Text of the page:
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The Sea Wolf 93







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The Sea Wolf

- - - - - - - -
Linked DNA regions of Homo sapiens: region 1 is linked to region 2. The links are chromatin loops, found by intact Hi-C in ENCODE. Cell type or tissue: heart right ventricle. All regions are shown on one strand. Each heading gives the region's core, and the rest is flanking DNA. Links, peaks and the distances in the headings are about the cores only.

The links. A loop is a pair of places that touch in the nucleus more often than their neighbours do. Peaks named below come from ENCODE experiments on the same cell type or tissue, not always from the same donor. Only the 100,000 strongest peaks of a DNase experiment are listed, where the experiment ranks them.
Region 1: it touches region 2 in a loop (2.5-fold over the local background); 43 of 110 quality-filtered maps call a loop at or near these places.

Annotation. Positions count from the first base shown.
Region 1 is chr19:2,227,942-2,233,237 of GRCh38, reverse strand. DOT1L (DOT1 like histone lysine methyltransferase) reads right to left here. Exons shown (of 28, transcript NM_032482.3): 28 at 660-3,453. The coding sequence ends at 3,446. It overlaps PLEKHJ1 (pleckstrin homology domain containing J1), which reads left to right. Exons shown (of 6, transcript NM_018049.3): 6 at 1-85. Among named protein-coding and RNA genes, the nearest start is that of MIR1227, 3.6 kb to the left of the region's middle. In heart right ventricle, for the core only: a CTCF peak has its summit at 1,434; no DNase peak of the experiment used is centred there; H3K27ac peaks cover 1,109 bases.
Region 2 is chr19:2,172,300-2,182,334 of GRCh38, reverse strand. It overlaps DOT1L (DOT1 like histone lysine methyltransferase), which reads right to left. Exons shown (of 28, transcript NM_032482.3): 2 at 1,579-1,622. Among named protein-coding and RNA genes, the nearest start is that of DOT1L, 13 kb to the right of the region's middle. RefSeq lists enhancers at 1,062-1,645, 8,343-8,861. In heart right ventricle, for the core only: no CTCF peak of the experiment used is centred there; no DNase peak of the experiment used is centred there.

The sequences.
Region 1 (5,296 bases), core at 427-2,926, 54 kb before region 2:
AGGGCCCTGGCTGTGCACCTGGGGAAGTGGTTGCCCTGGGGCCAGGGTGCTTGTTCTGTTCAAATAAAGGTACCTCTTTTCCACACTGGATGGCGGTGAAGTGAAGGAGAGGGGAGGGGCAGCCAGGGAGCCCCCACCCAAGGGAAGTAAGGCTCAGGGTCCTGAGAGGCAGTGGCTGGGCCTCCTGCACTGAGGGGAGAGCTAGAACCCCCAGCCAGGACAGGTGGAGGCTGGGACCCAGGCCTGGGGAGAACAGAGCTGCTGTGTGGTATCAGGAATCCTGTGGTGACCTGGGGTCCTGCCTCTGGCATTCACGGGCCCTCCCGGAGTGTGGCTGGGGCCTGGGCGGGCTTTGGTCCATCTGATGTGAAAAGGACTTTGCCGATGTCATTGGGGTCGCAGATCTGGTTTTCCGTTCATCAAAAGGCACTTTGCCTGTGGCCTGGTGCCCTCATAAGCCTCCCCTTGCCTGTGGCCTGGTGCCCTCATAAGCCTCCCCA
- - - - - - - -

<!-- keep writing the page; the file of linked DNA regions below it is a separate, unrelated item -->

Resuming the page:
and at the third the boat-steerer let loose his steering-oar and crumpled up in the bottom of the boat. "I guess thatll fix them," Wolf Larsen said, rising to his feet. "I couldnt afford to let the hunter have it, and there is a chance the boat-puller doesnt know how to steer. In which case, the hunter cannot steer and shoot at the same time" His reasoning was justified, for the boat rushed at once into the wind and the hunter sprang aft to take the boat-steerers place. There was no more shooting, though the rifles were still cracking merrily from the other boats. The hunter had managed to get the boat before the wind again, but we ran down upon it, going at least two feet to its one. A hundred yards away, I saw the boat-puller pass a rifle to the hunter. Wolf Larsen went amidships and took the coil of the throat-halyards from its pin. Then he peered over the rail with levelled rifle. Twice I saw the hunter let go the steering-oar with one hand, reach for his rifle, and hesitate. We were now alongside and foaming past. "Here, you!" Wolf Larsen cried suddenly to the boat-puller. "Take a turn!" At the same time he flung the coil of rope. It struck fairly, nearly knocking the man over, but he did not obey. Instead, he looked to his hunter for orders. The hunter, in turn, was in a quandary. His rifle was between his knees, but if he let go the steering-oar in order to shoot, the boat would sweep around and collide with the schooner. Also he saw Wolf Larsens rifle bearing upon him and knew he would be shot ere he could get his rifle into play. "Take a turn," he said quietly to the man. The boat-puller obeyed, taking a turn around the little forward thwart and paying the line as it jerked taut. The boat sheered out with a rush, and the hunter steadied it to a parallel course some twenty feet from the side of the Ghost. "Now, get that sail down and come alongside!" Wolf Larsen ordered. He never let go his rifle, even passing down the tackles with one hand. When they were fast, bow and stern, and the two uninjured men prepared to come aboard, the hunter picked up his rifle as if to place it in a secure position. "Drop it!" Wolf Larsen cried, and the hunter dropped it as though it were hot and had burned him. Once aboard, the two prisoners hoisted in the boat and under Wolf Larsens direction carried the wounded boat-steerer down into the forecastle. "If our five boats do as well as you and I have done, well have a pretty full crew," Wolf Larsen said to me. "The man you shot--he is--I hope?" Maud Brewster quavered. "In the shoulder," he answered. "Nothing serious, Mr. Van Weyden will pull him around as good as ever in three or four weeks." "But he wont pull those chaps around, from the look of it," he added, pointing at the Macedonias third boat, for which I had been steering and which was now nearly abreast of us. "Thats Horners and Smokes work. I told them we wanted live men, not carcasses. But the joy of shooting to hit is a most compelling thing, when once youve learned how to shoot. Ever experienced it, Mr. Van Weyden?" I shook my head and regarded their work. It had indeed been bloody, for they had drawn off and joined our other three boats in the attack on the remaining two of the enemy. The deserted boat was in the trough of the sea, rolling drunkenly across each comber, its loose spritsail out at right angles to it and fluttering and flapping in the wind. The hunter and boat-puller were both lying awkwardly in the bottom, but the boat-steerer lay across the gunwale, half in and half out, his arms trailing in the water and his head rolling from side to side. "Dont look, Miss Brewster, please dont look," I had begged of her, and I was glad that she had minded me and been spared the sight. "Head right into the bunch, Mr. Van Weyden," was Wolf Larsens command. As we drew nearer, the firing ceased, and we saw that the fight was over. The remaining two boats had been captured by our five, and the seven were grouped together, waiting to be picked up. "Look at

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